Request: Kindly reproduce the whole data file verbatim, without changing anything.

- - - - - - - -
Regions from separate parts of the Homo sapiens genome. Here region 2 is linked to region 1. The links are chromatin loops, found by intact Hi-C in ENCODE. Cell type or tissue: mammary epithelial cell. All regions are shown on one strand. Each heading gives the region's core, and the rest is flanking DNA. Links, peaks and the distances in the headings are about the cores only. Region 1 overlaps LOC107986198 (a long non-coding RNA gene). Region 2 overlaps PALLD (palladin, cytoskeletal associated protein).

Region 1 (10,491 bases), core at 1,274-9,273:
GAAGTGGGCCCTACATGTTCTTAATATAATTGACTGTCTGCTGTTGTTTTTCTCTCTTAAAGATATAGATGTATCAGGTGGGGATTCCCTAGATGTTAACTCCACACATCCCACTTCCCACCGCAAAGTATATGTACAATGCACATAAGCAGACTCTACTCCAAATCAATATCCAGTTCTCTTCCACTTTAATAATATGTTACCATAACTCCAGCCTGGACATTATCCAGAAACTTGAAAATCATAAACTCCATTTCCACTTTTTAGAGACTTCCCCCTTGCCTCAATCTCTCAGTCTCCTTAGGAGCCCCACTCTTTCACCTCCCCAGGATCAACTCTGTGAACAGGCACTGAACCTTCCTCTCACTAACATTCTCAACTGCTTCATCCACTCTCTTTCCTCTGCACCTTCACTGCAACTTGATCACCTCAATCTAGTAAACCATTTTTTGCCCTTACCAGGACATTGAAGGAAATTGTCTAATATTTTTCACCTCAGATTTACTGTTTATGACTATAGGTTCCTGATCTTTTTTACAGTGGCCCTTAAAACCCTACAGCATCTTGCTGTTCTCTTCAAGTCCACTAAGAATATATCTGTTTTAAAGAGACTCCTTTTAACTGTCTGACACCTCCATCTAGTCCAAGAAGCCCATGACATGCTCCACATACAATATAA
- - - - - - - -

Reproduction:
Regions from separate parts of the Homo sapiens genome. Here region 2 is linked to region 1. The links are chromatin loops, found by intact Hi-C in ENCODE. Cell type or tissue: mammary epithelial cell. All regions are shown on one strand. Each heading gives the region's core, and the rest is flanking DNA. Links, peaks and the distances in the headings are about the cores only. Region 1 overlaps LOC107986198 (a long non-coding RNA gene). Region 2 overlaps PALLD (palladin, cytoskeletal associated protein).

Region 1 (10,491 bases), core at 1,274-9,273:
GAAGTGGGCCCTACATGTTCTTAATATAATTGACTGTCTGCTGTTGTTTTTCTCTCTTAAAGATATAGATGTATCAGGTGGGGATTCCCTAGATGTTAACTCCACACATCCCACTTCCCACCGCAAAGTATATGTACAATGCACATAAGCAGACTCTACTCCAAATCAATATCCAGTTCTCTTCCACTTTAATAATATGTTACCATAACTCCAGCCTGGACATTATCCAGAAACTTGAAAATCATAAACTCCATTTCCACTTTTTAGAGACTTCCCCCTTGCCTCAATCTCTCAGTCTCCTTAGGAGCCCCACTCTTTCACCTCCCCAGGATCAACTCTGTGAACAGGCACTGAACCTTCCTCTCACTAACATTCTCAACTGCTTCATCCACTCTCTTTCCTCTGCACCTTCACTGCAACTTGATCACCTCAATCTAGTAAACCATTTTTTGCCCTTACCAGGACATTGAAGGAAATTGTCTAATATTTTTCACCTCAGATTTACTGTTTATGACTATAGGTTCCTGATCTTTTTTACAGTGGCCCTTAAAACCCTACAGCATCTTGCTGTTCTCTTCAAGTCCACTAAGAATATATCTGTTTTAAAGAGACTCCTTTTAACTGTCTGACACCTCCATCTAGTCCAAGAAGCCCATGACATGCTCCACATACAATATAA